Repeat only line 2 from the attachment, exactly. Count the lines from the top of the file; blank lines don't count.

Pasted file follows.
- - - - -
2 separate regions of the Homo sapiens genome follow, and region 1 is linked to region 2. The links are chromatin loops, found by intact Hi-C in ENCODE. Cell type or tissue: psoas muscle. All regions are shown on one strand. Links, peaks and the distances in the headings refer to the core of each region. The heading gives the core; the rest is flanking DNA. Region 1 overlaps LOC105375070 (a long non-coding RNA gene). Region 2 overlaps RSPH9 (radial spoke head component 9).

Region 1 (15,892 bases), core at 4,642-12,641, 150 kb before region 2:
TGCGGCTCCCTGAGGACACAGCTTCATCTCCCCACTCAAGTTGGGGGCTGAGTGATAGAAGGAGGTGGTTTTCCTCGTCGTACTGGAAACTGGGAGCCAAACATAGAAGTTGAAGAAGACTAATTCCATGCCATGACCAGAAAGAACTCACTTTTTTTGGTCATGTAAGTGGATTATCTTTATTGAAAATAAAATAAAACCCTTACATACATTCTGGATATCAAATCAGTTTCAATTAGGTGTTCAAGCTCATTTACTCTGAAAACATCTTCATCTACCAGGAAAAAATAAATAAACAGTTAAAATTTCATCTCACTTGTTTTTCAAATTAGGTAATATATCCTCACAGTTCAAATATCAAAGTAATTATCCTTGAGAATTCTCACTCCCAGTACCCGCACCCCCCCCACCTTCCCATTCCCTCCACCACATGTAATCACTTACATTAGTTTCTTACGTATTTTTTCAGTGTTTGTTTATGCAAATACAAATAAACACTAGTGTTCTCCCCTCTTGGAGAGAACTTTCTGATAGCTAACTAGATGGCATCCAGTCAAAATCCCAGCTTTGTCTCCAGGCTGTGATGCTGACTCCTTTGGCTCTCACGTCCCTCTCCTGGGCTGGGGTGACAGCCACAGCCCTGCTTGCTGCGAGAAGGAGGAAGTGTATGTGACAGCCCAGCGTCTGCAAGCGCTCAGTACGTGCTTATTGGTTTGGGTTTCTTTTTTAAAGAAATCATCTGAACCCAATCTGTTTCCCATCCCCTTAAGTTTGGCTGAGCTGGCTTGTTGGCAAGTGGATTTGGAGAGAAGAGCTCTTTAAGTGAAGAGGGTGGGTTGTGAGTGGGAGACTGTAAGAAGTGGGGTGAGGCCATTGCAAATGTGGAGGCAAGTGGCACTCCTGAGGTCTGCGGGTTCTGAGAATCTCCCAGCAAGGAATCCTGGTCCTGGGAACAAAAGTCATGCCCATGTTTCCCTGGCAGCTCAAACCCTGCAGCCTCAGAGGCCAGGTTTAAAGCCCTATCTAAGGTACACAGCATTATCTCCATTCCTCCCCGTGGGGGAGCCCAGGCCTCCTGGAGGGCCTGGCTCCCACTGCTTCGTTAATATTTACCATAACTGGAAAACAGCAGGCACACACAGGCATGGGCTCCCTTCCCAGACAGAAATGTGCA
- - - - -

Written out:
Region 1 (15,892 bases), core at 4,642-12,641, 150 kb before region 2: